We have some very sad news to report. Just over the border in Tanzania a lion has been speared to death by Maasai from both Kenya and Tanzania in a joint retaliatory hunting party (Olkiyioi). This happened after the lioness supposedly killed a cow and a donkey.


Though the local community didn’t want any authorities to find the lion’s carcass, the Lion Guardians were able to use one of their informers in the area to show them where it was. The adult lioness, said to be part of a pride of 5 other sub-adults and 1 large male was found in the place she died. Her ears, tail, paws and canines had been removed – the latter two said to have been taken for sale.


More worrying still, it seems that around 3 days after the lion’s death, someone returned to the carcass and laced it with a blue granulated poison (of similar description to Furadan). Samples were taken and the carcass burned to ensure that scavenging animals could not be harmed – hyena and other lion tracks had been seen near the site. Thankfully no poisoned animals have yet been found.

It is said that the lioness was a problem animal (i.e. an animal that regularly kills livestock) and originated from Amboseli National Park with her pride, though they live mostly outside the park, killing livestock. Sadly, for this reason the community was very happy to hear of her death. Tanzanian Maasai are vowing to continue to kill lions until they all return to the Kenyan side of the border, and Kenyan Maasai seem to be fully ready to participate in the killing.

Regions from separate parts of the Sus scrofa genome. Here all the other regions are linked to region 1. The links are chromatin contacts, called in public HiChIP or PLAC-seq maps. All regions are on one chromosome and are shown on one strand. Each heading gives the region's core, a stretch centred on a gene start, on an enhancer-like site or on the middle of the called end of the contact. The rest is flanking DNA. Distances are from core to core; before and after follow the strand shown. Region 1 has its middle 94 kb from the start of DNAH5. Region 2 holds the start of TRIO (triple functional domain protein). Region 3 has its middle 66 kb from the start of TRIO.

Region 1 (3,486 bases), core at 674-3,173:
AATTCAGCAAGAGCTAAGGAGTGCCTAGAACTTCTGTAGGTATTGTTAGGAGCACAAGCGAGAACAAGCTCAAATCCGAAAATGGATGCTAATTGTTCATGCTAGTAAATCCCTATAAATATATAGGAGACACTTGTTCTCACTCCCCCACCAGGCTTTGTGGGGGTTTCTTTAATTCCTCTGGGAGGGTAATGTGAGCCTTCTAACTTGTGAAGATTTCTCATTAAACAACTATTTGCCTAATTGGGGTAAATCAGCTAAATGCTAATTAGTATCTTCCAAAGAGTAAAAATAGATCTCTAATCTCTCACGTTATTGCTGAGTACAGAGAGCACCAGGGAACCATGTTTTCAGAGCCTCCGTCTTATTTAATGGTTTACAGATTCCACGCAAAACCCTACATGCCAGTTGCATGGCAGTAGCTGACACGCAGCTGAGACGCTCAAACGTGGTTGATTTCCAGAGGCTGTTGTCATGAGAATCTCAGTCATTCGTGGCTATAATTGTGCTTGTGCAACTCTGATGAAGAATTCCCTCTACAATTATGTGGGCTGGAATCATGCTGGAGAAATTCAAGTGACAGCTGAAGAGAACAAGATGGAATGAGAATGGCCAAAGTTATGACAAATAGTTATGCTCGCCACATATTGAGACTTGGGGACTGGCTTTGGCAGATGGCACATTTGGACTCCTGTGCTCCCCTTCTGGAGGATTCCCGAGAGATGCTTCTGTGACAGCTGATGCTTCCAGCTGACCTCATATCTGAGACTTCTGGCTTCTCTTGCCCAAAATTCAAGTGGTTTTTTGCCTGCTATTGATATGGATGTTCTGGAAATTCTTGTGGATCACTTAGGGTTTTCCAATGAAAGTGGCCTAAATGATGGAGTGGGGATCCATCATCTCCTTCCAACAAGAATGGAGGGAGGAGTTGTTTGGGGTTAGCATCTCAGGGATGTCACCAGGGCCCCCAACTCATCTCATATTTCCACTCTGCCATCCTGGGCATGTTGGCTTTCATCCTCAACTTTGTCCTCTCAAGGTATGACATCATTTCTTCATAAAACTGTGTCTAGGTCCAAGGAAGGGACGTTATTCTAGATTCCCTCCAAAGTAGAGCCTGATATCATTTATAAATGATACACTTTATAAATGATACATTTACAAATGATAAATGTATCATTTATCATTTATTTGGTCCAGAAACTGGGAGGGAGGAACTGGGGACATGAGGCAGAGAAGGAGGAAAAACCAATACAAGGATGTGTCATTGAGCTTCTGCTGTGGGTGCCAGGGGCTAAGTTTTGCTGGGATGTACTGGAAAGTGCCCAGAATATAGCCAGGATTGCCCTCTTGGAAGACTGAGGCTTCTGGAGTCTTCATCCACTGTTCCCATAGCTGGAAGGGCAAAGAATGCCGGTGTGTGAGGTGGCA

The attack happened just over the border from the southern side of Olgulului Group Ranch, which surrounds Amboseli National Park. Currently the Lion Guardians program is only operating on Northern Olgulului. We are hoping to expand the project to Southern Olgulului where it is clear there is a great need for conservation efforts, but we just don’t have the funds to do this. Expansion into this area is now more urgent than ever.

Please help us to raise funds to expand our project into Southern Olgulului. You can make a donation to the project right here on the Lion Guardians blog. It will only take a minute or two of your day to help and anything, big or small can go a long way.

Thank you very much, and our apologies for telling this sad story, but we felt we had to report it to the public, and ask for your help.


  • Brenton H says:

    It is important to inform us all of the reality facing lions. The world is very fortunate to have the Lion Guardians programme and may it continue to expand across the Group Ranches.

  • Pirjo,Finland says:

    I still can’t believe that Kenyan government isn’t protecting one of the most valuable assets of the country’s tourism attractions. I’ve just returned home from a two week trip in Kenya and one of the high lights of my journey was to see seven lions in one day at Masai Mara. It was incredible and I’ll never forget it.